Prevention of the life threatening pregnancy complication preeclampsia is hindered by imprecise knowledge of the molecular etiology of this complex disorder. Current consensus holds that preeclampsia is begins with shallow trophoblast invasion and inadequate remodeling of maternal spiral arteries. A global gene expression microarray analysis of chorionic villus sampling (CVS) specimens obtained at the early stage of pregnancy (11 weeks gestation) in which these events are occurring yielded 36 placental candidate genes in preeclampsia pregnancies. Development and validation of these specific candidates discovered in these early aberrant processes in preeclampsia could represent a tremendous breakthrough. The critical barrier to advancing these 36 candidates is that the quickly snap frozen CVS specimens for our microarray analysis were heterogeneous samples. This impedes our ability to interpret the maternal versus fetal contributions to placentation or pathogenesis. We hypothesize that these 36 candidate genes will be differentially expressed by maternal versus fetal cells at sites of early invasion and spiral artery remodeling.
We aim to define these 36 candidate genes by determining maternal versus fetal mRNA expression or both. We will use in situ hybridization in archived first trimester placental sections to localize nd quantify encoded message. We expect the following outcomes from the proposed studies: 1) validated discovery-based candidate genes expressed months before clinical onset of preeclampsia, 2) delineation of tissue types expressing each of the 36 candidate genes at the first trimester maternal-fetal interface, 3) implications for functional relevance of each candidat in first trimester placental development. The positive impact of these outcomes is the improved efficiency of directed translation of our 36 genomic candidates toward clinical utility. Location and relative intensity of candidate gene expression in maternal and/or fetal compartments would inform future studies of genetic/genomic susceptibility and protection, and would hone hypotheses for mechanistic studies of the preeclampsia candidates. These data would inform studies for prevention, early detection, personalized and targeted treatment for preeclampsia. Validated candidates could be relevant to the prediction and early detection of later life preeclampsia-associated cardiovascular disease in mothers and offspring who survive this pregnancy complication.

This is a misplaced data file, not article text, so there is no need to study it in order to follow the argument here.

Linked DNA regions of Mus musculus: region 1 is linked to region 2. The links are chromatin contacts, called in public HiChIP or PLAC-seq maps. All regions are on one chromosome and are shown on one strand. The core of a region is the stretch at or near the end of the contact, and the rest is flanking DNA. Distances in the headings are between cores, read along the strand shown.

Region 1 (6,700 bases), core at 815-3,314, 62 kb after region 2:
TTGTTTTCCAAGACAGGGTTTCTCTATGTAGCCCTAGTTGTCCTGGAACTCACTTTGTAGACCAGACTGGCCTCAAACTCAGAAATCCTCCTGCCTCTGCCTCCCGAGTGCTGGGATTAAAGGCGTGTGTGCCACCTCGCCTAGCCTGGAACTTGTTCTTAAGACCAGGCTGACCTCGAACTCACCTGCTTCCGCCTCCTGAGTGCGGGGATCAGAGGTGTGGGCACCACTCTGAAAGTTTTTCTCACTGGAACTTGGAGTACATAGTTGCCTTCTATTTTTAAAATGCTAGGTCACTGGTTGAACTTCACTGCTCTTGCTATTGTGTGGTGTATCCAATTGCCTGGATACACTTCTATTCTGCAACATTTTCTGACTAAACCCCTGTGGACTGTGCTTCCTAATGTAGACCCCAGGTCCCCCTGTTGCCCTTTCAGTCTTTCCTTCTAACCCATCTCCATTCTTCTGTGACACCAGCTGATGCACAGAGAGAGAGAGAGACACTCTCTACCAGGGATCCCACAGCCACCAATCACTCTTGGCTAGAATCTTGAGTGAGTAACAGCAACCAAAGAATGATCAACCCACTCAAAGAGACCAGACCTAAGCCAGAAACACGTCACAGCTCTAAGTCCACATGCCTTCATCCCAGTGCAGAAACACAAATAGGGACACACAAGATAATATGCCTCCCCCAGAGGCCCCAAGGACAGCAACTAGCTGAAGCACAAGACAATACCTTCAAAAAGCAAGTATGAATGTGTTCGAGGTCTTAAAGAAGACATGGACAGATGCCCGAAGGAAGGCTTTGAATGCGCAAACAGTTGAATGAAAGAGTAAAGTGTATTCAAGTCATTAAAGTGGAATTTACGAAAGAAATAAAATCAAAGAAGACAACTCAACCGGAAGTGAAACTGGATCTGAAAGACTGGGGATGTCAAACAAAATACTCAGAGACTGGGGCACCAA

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Preeclampsia persists as a common morbid and lethal hypertensive pregnancy complication with surviving mothers and offspring at increased risk of lifelong cardiovascular diseases. Because this complex genetic pregnancy disorder is rooted in early abnormal fetal trophoblast invasion and impaired maternal vascular remodeling, we conducted a global gene expression microarray study of surplus chorionic villus sampling tissues at ~11 weeks gestation to identify placental candidates of pathogenesis in preeclampsia. In this proposal, we will define the resulting 36 preeclampsia candidates by determining maternal versus fetal expression of each gene at the first trimester implantation site in order to direct our future biomarker development and mechanistic studies.

National Institute of Health (NIH)
Small Research Grants (R03)
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Nursing and Related Clinical Sciences Study Section (NRCS)
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Tully, Lois
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University of Pittsburgh
Schools of Nursing
United States
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